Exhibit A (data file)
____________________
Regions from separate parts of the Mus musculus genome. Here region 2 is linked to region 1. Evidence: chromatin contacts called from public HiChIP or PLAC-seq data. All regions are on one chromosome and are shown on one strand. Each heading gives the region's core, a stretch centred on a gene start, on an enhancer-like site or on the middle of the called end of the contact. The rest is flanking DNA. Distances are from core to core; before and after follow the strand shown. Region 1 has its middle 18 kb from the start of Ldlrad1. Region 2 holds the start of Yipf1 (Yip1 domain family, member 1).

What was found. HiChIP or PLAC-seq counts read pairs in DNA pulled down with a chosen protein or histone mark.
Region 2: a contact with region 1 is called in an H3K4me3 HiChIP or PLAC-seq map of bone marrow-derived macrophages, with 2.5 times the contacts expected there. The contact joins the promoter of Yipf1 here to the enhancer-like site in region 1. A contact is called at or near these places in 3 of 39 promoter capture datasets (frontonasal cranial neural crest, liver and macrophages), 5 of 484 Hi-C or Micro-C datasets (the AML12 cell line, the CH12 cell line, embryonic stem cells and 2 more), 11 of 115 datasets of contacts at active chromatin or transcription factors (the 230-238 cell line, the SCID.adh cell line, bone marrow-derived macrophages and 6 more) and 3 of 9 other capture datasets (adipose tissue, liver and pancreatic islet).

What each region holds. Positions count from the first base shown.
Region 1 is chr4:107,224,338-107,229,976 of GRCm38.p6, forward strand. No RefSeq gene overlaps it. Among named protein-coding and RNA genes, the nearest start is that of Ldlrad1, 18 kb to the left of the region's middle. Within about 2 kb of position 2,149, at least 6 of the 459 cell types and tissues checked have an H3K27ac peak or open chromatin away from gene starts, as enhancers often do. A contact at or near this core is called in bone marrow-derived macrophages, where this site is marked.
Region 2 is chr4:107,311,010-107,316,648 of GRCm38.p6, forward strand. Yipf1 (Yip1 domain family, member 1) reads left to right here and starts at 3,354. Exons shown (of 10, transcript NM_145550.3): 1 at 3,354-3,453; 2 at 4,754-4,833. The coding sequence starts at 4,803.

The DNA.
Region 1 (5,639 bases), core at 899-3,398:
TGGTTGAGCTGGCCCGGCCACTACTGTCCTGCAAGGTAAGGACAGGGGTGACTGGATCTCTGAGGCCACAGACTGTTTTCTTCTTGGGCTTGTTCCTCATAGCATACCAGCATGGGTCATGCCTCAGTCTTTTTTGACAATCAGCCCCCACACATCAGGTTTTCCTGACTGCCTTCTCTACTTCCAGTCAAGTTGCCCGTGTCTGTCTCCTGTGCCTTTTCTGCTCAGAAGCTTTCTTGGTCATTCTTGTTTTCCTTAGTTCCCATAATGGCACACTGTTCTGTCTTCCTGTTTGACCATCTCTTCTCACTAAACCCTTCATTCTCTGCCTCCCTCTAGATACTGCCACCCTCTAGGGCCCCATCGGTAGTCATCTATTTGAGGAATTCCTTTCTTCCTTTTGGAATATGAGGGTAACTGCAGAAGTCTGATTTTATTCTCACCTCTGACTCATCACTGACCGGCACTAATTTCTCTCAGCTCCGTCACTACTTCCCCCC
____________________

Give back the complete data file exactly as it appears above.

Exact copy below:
Regions from separate parts of the Mus musculus genome. Here region 2 is linked to region 1. Evidence: chromatin contacts called from public HiChIP or PLAC-seq data. All regions are on one chromosome and are shown on one strand. Each heading gives the region's core, a stretch centred on a gene start, on an enhancer-like site or on the middle of the called end of the contact. The rest is flanking DNA. Distances are from core to core; before and after follow the strand shown. Region 1 has its middle 18 kb from the start of Ldlrad1. Region 2 holds the start of Yipf1 (Yip1 domain family, member 1).

What was found. HiChIP or PLAC-seq counts read pairs in DNA pulled down with a chosen protein or histone mark.
Region 2: a contact with region 1 is called in an H3K4me3 HiChIP or PLAC-seq map of bone marrow-derived macrophages, with 2.5 times the contacts expected there. The contact joins the promoter of Yipf1 here to the enhancer-like site in region 1. A contact is called at or near these places in 3 of 39 promoter capture datasets (frontonasal cranial neural crest, liver and macrophages), 5 of 484 Hi-C or Micro-C datasets (the AML12 cell line, the CH12 cell line, embryonic stem cells and 2 more), 11 of 115 datasets of contacts at active chromatin or transcription factors (the 230-238 cell line, the SCID.adh cell line, bone marrow-derived macrophages and 6 more) and 3 of 9 other capture datasets (adipose tissue, liver and pancreatic islet).

What each region holds. Positions count from the first base shown.
Region 1 is chr4:107,224,338-107,229,976 of GRCm38.p6, forward strand. No RefSeq gene overlaps it. Among named protein-coding and RNA genes, the nearest start is that of Ldlrad1, 18 kb to the left of the region's middle. Within about 2 kb of position 2,149, at least 6 of the 459 cell types and tissues checked have an H3K27ac peak or open chromatin away from gene starts, as enhancers often do. A contact at or near this core is called in bone marrow-derived macrophages, where this site is marked.
Region 2 is chr4:107,311,010-107,316,648 of GRCm38.p6, forward strand. Yipf1 (Yip1 domain family, member 1) reads left to right here and starts at 3,354. Exons shown (of 10, transcript NM_145550.3): 1 at 3,354-3,453; 2 at 4,754-4,833. The coding sequence starts at 4,803.

The DNA.
Region 1 (5,639 bases), core at 899-3,398:
TGGTTGAGCTGGCCCGGCCACTACTGTCCTGCAAGGTAAGGACAGGGGTGACTGGATCTCTGAGGCCACAGACTGTTTTCTTCTTGGGCTTGTTCCTCATAGCATACCAGCATGGGTCATGCCTCAGTCTTTTTTGACAATCAGCCCCCACACATCAGGTTTTCCTGACTGCCTTCTCTACTTCCAGTCAAGTTGCCCGTGTCTGTCTCCTGTGCCTTTTCTGCTCAGAAGCTTTCTTGGTCATTCTTGTTTTCCTTAGTTCCCATAATGGCACACTGTTCTGTCTTCCTGTTTGACCATCTCTTCTCACTAAACCCTTCATTCTCTGCCTCCCTCTAGATACTGCCACCCTCTAGGGCCCCATCGGTAGTCATCTATTTGAGGAATTCCTTTCTTCCTTTTGGAATATGAGGGTAACTGCAGAAGTCTGATTTTATTCTCACCTCTGACTCATCACTGACCGGCACTAATTTCTCTCAGCTCCGTCACTACTTCCCCCC